This is a great book for 3rd grade and above. It is a quick read for the main points but full of amazing facts. And next time you see that movie with the space laser battle you’ll know that a real laser battle in space would actually be dark and silent. Why? Well, you’ll have to read and find out!
By the Smithsonian, this is a great complement to the Element in the Room book. Where that is illustrated, this has real life photographs. Besides the elements themselves, the book also has pictures of beautiful minerals, things each element is used in, and even some pictures of scientists famous for working with those elements. Trust me, you’ll be stunned by some of these photographs.
The pictures are great for any age, but the reading is about a 5th grade level. Many short paragraphs, but there are a few longer sections (usually three or four paragraphs long) that take a bit of reading comprehension. Still, the draw of this book is its pictures and I’m sure kids of any age will enjoy flipping through this book again and again.
Another Smithsonian book, this one is almost two hundred pages of visual after visual of the human body. The amazing drawings are both full of facts and vocabulary. This is great for those interested in how the human body works or for those taking a high school anatomy course. It outlines the amazing systems found in our body as well as going through each place in our body, piece by piece.
A few of the visuals might be tough for the squeamish, but the Smithsonian does a great job of realistic drawings without looking too real to upset most people. Like most of these books, the pictures can be enjoyed by most any age, but this one seems more geared for junior high and high School kids and students.
Have you wondered how we actually can see atoms? Or maybe you’re curious on how we apply the many properties of atoms into both everyday and novel things? This is a great complement to any of the element books. The book focused on the behavior of the atom than facts of the elements themselves, and its language and reading is higher level (junior high and high school). The text itself takes up more than half the book, but it is full of great illustrations and pictures, and takes a very thorough approach to all the ways an atom works.
This is also a great complement to any student taking a high school chemistry course, but the book’s order of concepts is very different from a typical high school course, so it is more of a supplement than something to read alongside their textbook.
Another great chemistry book that has some amazing photographs in it. The focus is on different kinds of compounds and how they interact. I think my favorite thing about this book is that every compound has its molecular structure shown, so you can visualize how H2SO4 actually looks at the atomic level.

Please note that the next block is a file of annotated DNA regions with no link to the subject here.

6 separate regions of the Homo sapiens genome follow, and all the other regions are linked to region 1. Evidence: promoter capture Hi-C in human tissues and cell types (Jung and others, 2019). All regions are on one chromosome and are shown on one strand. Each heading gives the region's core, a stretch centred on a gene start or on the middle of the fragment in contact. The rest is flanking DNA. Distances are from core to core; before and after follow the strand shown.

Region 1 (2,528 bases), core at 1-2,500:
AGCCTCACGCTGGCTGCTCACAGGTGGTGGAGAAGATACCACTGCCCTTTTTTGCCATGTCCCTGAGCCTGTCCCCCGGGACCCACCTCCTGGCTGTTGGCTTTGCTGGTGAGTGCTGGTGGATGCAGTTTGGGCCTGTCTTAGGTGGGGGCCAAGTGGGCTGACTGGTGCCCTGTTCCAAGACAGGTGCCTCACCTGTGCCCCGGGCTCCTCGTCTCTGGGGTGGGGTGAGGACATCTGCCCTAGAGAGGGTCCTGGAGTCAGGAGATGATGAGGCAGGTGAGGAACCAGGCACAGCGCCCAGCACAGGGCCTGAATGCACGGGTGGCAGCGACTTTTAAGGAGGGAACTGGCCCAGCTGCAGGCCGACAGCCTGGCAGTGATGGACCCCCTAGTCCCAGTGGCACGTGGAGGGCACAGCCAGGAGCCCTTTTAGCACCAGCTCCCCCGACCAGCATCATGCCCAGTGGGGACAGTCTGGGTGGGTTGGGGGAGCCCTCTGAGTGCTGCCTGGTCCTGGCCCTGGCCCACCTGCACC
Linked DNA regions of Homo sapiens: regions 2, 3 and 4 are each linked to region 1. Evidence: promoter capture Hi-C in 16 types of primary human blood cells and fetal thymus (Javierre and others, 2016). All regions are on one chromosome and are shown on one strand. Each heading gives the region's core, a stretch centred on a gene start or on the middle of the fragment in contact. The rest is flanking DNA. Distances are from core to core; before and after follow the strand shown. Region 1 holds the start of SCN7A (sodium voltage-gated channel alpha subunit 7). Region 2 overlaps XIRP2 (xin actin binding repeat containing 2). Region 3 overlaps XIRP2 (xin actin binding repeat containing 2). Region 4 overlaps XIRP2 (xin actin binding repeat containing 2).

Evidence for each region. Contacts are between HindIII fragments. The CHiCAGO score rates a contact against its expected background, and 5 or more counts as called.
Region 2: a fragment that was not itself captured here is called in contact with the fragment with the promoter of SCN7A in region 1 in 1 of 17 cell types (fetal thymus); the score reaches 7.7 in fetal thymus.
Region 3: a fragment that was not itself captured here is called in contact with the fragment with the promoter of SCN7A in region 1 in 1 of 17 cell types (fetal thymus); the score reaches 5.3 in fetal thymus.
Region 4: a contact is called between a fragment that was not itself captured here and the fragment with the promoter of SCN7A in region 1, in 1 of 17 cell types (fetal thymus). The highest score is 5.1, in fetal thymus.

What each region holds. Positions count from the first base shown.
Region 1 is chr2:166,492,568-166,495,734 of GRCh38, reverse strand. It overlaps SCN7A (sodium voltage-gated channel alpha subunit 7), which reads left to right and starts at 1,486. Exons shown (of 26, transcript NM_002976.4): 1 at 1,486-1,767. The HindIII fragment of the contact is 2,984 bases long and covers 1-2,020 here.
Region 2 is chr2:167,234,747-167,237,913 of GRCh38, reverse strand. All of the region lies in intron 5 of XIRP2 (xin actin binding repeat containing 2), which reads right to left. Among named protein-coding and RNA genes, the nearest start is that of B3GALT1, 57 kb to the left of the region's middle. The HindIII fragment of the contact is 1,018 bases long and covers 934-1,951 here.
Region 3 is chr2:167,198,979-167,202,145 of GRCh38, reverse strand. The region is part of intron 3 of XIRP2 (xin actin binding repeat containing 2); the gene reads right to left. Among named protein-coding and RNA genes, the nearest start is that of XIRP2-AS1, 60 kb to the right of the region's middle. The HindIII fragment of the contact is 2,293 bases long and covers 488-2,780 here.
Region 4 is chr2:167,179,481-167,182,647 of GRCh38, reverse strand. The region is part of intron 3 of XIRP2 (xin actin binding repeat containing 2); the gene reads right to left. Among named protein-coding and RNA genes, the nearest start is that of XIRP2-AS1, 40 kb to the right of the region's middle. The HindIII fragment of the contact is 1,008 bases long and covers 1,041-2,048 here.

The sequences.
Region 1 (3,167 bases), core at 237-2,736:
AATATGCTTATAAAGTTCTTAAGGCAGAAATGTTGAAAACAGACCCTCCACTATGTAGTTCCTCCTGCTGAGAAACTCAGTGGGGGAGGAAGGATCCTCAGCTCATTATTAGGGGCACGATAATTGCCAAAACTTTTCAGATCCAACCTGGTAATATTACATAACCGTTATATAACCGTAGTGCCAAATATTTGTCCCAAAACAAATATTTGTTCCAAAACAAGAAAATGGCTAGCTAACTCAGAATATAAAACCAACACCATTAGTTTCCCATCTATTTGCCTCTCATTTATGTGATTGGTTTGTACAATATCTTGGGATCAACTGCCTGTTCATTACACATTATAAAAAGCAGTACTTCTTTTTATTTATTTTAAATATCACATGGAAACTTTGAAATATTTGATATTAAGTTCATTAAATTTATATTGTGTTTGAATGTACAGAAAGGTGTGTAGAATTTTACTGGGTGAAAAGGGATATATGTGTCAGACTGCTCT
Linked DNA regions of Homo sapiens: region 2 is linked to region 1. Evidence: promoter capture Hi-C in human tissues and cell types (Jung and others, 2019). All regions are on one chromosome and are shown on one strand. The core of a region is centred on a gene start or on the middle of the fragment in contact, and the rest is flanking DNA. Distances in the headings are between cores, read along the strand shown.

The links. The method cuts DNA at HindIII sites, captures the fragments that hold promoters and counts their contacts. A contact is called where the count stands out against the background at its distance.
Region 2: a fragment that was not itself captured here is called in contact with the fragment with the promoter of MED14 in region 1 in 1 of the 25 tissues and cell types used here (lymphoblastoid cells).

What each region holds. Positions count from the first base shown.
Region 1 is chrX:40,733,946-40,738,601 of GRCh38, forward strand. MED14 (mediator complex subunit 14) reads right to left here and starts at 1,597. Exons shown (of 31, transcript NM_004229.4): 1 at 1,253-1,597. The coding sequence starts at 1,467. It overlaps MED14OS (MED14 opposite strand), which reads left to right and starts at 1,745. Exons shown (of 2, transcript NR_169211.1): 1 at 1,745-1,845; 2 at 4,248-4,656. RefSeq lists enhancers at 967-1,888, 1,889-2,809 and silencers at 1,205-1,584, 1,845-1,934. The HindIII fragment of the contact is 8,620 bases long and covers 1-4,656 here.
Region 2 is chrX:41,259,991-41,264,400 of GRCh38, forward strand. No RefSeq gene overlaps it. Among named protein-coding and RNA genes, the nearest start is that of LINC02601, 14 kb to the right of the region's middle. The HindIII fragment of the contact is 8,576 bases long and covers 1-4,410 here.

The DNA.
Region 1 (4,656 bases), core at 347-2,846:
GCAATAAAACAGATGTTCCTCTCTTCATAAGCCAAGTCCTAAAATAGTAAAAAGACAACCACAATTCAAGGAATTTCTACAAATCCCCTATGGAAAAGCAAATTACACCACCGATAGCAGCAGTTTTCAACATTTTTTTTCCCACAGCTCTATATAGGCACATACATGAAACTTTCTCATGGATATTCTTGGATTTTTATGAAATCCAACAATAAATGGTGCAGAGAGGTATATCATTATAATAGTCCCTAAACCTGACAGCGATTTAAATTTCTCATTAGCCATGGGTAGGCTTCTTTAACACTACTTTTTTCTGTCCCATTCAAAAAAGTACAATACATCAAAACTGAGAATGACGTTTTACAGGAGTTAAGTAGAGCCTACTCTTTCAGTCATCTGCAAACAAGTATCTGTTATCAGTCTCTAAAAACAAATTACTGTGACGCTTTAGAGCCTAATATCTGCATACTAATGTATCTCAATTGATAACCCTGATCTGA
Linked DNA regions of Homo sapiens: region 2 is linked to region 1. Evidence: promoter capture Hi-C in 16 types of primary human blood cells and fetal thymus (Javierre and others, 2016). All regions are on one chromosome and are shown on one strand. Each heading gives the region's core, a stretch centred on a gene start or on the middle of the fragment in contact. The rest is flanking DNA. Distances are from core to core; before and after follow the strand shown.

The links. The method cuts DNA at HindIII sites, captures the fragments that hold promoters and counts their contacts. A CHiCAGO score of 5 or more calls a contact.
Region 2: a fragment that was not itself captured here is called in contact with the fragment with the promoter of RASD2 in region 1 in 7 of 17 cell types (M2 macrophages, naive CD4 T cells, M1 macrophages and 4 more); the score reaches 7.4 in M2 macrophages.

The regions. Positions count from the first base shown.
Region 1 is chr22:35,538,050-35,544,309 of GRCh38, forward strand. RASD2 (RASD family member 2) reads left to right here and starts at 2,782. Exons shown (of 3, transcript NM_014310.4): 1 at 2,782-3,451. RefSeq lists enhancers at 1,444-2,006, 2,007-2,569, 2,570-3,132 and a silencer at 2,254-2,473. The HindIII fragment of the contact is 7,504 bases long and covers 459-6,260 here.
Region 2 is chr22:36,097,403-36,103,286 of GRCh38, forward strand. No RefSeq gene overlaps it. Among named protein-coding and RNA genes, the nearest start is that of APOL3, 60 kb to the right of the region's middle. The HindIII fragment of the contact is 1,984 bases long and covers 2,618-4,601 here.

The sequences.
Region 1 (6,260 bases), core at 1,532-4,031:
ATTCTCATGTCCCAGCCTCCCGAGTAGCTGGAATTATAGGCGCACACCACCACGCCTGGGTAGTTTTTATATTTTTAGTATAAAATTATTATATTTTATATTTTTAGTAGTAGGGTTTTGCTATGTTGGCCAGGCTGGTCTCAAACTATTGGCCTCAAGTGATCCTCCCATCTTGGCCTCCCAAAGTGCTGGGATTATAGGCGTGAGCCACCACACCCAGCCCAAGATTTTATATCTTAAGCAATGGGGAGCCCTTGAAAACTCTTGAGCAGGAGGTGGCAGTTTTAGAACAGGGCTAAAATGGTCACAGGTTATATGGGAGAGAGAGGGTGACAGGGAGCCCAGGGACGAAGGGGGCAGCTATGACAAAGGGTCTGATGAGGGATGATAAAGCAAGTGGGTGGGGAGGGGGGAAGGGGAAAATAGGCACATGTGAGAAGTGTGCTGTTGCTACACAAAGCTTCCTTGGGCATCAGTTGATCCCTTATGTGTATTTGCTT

Definitely a great book to flip through for any age, but the text is again aimed towards junior high and high school aged kids. Similar to the Atom book, it is a great complement to a chemistry course, but is ordered in a different way than the topics would be found in an average chemistry course.
Have you ever wondered how cells know where to go? They can’t see, can’t talk, can’t hear, but somehow they still communicate and still know where to go. This three-hundred-plus page book is focused on just one system: the Immune System. A system often shrouded in mystery that is explained away by talking about “white blood cells,” but is far, far deeper than that.
Developed and written by the creator of Kurzgesagt – In a Nutshell, this book has language that defies its text and topic. It is written in a way that is understandable and in context that helps engage the reader, speaking in terms about the very real constant war going on in your body for your survival. The illustrations are comparatively few in this compared to the other books on this list (though the ones that are there are amazing), but this is a treasure in our household. Not soon after getting this book conversations were filled with Helper T-Cells and Macrophages. I can’t recommend this book enough because of the wealth of knowledge contained inside it, that is presented in a very comprehensible way. If you’re still not convinced, Kurzgesagt has a couple Youtube Videos about the Immune System, which make a nice prelude to the book itself.
And if you have a child who struggles with reading or has dyslexia (or just prefers to listen to books out loud), the Immune audiobook for this is also phenomenal.You can try Audible Premium Plus and Get Up to Two Free Audiobooks